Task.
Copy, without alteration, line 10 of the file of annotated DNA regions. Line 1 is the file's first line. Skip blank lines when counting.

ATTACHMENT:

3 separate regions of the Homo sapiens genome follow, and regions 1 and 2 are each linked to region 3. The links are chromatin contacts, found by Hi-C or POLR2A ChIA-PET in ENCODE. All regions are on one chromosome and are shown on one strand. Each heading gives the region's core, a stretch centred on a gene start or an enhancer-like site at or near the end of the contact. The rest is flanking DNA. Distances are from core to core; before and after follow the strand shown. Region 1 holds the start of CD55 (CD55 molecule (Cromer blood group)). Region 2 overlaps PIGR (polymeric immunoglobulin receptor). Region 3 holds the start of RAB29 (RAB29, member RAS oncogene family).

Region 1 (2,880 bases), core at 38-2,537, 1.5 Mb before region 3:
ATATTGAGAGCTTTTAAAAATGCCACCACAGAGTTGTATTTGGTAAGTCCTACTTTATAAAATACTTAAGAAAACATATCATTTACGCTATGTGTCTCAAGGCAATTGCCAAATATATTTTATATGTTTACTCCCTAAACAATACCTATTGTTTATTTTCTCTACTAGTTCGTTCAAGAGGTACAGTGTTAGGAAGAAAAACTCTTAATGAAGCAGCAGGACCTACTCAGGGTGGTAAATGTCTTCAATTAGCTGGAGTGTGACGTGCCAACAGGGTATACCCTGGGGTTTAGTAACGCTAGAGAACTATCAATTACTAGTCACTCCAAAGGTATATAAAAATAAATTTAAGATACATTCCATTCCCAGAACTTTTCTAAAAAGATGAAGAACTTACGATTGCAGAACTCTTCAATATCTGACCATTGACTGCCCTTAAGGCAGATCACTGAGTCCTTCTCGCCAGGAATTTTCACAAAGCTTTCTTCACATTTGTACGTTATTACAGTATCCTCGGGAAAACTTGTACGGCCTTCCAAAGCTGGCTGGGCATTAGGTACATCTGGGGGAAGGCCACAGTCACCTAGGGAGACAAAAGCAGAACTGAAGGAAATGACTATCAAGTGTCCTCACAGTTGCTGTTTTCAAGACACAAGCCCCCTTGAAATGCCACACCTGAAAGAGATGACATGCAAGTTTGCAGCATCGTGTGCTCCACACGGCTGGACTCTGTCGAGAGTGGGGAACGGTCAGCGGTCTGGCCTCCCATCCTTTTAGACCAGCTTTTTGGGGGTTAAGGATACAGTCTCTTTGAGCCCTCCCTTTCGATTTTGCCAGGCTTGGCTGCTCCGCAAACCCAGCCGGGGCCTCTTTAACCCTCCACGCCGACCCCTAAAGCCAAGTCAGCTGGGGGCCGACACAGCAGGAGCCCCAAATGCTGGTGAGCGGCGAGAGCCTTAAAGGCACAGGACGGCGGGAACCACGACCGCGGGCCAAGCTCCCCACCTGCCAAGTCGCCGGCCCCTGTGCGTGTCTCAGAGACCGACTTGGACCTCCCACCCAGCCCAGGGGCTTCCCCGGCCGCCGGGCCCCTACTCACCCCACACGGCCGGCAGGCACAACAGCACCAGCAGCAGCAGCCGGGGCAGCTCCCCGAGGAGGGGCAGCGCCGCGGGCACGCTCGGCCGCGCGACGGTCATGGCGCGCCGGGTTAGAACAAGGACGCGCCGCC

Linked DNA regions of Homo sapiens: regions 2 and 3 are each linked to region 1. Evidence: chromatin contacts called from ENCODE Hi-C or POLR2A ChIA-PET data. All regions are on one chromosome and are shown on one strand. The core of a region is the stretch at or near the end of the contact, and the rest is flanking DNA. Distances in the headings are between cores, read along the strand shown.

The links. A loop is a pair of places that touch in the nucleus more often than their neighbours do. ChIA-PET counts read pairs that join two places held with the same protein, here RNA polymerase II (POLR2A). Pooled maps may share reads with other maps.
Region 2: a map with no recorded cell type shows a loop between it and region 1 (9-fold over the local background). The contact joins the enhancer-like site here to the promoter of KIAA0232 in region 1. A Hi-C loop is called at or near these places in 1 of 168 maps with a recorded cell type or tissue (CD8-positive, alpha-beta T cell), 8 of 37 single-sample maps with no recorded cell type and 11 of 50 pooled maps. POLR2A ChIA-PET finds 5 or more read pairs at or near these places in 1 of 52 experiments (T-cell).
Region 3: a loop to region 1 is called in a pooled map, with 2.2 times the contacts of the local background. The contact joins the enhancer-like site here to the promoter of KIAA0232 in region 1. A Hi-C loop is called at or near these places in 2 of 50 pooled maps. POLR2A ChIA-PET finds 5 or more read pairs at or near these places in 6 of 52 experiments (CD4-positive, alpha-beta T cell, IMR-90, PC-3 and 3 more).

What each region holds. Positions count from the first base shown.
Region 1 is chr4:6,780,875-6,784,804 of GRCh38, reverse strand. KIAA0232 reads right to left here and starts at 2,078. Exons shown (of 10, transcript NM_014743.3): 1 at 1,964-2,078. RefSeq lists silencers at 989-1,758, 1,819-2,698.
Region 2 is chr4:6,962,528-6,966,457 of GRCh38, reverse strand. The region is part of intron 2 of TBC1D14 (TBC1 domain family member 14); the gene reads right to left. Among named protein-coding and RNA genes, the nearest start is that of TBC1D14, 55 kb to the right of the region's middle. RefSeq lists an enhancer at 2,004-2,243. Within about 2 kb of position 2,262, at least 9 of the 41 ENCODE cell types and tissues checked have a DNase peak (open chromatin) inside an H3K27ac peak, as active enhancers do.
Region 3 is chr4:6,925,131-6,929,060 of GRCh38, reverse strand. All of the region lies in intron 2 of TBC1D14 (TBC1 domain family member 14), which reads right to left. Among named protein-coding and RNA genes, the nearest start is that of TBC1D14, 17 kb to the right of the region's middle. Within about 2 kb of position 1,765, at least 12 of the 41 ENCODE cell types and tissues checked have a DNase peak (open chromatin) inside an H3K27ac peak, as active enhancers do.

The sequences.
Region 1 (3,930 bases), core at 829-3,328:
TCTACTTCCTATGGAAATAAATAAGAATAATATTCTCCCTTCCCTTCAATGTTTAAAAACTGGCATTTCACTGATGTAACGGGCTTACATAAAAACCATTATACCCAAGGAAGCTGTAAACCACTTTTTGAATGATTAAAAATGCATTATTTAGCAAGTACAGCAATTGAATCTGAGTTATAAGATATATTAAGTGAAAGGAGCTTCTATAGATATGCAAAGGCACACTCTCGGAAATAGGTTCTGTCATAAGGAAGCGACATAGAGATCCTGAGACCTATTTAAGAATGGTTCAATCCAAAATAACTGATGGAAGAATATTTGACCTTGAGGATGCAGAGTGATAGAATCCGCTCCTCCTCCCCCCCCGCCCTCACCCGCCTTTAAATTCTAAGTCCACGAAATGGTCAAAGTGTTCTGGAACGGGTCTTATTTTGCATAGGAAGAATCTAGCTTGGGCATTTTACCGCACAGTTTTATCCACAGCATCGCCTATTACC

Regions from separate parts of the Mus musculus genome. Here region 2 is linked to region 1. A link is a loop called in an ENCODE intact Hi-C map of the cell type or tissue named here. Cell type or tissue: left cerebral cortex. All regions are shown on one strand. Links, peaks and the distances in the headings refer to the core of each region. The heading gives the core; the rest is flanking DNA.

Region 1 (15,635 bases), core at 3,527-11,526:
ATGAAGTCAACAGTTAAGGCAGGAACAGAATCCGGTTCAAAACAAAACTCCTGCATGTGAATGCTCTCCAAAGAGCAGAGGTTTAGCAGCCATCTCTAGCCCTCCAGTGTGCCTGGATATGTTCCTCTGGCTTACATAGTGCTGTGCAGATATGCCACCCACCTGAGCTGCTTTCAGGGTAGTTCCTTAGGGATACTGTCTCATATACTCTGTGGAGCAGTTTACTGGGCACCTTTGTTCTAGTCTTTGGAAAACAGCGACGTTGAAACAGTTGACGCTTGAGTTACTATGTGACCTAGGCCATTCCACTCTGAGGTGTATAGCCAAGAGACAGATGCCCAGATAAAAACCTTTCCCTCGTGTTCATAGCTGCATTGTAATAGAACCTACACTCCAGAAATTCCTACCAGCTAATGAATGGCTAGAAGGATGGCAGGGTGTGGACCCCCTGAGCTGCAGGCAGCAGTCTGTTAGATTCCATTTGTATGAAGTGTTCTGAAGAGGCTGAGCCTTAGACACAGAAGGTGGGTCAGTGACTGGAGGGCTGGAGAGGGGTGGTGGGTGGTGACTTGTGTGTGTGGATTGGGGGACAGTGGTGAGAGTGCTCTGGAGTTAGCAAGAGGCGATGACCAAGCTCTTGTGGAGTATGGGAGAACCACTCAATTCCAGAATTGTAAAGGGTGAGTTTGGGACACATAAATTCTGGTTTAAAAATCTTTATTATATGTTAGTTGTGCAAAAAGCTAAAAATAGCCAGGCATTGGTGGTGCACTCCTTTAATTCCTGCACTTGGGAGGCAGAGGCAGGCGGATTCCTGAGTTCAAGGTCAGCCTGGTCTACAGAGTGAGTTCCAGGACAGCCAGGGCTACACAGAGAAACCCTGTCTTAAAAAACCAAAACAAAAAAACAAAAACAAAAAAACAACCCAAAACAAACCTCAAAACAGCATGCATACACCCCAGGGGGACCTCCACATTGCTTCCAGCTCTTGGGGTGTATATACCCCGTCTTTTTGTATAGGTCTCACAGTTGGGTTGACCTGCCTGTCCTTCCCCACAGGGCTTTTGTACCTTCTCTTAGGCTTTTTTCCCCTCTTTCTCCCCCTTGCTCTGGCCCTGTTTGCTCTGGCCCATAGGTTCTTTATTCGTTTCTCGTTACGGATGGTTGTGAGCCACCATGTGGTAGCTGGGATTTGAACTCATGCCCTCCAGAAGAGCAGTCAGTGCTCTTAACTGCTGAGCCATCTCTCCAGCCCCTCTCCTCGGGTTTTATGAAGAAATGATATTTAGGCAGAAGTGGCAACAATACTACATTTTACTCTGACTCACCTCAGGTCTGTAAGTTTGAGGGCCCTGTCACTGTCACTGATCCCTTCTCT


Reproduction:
Region 2 is chr4:6,962,528-6,966,457 of GRCh38, reverse strand. The region is part of intron 2 of TBC1D14 (TBC1 domain family member 14); the gene reads right to left. Among named protein-coding and RNA genes, the nearest start is that of TBC1D14, 55 kb to the right of the region's middle. RefSeq lists an enhancer at 2,004-2,243. Within about 2 kb of position 2,262, at least 9 of the 41 ENCODE cell types and tissues checked have a DNase peak (open chromatin) inside an H3K27ac peak, as active enhancers do.